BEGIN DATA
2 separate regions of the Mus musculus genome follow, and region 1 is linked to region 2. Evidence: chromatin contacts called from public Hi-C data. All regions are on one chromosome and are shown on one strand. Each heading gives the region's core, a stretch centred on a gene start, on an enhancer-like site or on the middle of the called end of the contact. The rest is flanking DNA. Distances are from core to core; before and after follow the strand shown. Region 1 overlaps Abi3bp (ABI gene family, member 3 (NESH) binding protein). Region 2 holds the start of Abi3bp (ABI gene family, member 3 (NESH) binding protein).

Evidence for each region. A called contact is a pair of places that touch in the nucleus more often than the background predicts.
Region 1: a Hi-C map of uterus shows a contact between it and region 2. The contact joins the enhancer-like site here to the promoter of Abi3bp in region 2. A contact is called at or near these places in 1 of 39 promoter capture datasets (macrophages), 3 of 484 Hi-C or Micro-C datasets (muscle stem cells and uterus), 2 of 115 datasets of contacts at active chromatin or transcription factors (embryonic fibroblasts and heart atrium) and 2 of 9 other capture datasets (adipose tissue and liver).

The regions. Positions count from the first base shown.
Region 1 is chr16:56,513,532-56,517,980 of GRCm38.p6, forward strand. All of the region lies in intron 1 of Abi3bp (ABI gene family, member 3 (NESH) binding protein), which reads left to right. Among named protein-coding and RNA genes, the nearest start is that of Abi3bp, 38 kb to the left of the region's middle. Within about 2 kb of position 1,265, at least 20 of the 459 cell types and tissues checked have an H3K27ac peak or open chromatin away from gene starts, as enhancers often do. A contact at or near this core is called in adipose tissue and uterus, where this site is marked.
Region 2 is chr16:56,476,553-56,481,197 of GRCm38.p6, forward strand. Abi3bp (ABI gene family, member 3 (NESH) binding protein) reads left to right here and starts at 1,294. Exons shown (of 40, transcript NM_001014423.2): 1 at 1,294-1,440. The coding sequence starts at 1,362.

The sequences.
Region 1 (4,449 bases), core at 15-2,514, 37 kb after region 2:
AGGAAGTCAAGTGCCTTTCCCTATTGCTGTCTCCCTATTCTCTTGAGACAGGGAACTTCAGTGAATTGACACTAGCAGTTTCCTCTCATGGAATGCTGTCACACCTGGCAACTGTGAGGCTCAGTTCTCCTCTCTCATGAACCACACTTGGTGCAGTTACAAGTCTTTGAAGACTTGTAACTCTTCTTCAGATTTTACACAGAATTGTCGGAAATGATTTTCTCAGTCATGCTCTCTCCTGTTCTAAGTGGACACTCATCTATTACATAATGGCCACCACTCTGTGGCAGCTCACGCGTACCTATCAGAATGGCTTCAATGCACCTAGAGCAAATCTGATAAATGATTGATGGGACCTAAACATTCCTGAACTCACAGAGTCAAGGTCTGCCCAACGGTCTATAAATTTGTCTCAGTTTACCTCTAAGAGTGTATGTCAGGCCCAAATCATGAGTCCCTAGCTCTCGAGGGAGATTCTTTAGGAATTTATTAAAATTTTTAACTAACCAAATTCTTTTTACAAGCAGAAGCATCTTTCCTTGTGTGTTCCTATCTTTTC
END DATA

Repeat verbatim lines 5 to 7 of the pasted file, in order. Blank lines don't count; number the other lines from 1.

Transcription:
Region 1 is chr16:56,513,532-56,517,980 of GRCm38.p6, forward strand. All of the region lies in intron 1 of Abi3bp (ABI gene family, member 3 (NESH) binding protein), which reads left to right. Among named protein-coding and RNA genes, the nearest start is that of Abi3bp, 38 kb to the left of the region's middle. Within about 2 kb of position 1,265, at least 20 of the 459 cell types and tissues checked have an H3K27ac peak or open chromatin away from gene starts, as enhancers often do. A contact at or near this core is called in adipose tissue and uterus, where this site is marked.
Region 2 is chr16:56,476,553-56,481,197 of GRCm38.p6, forward strand. Abi3bp (ABI gene family, member 3 (NESH) binding protein) reads left to right here and starts at 1,294. Exons shown (of 40, transcript NM_001014423.2): 1 at 1,294-1,440. The coding sequence starts at 1,362.

The sequences.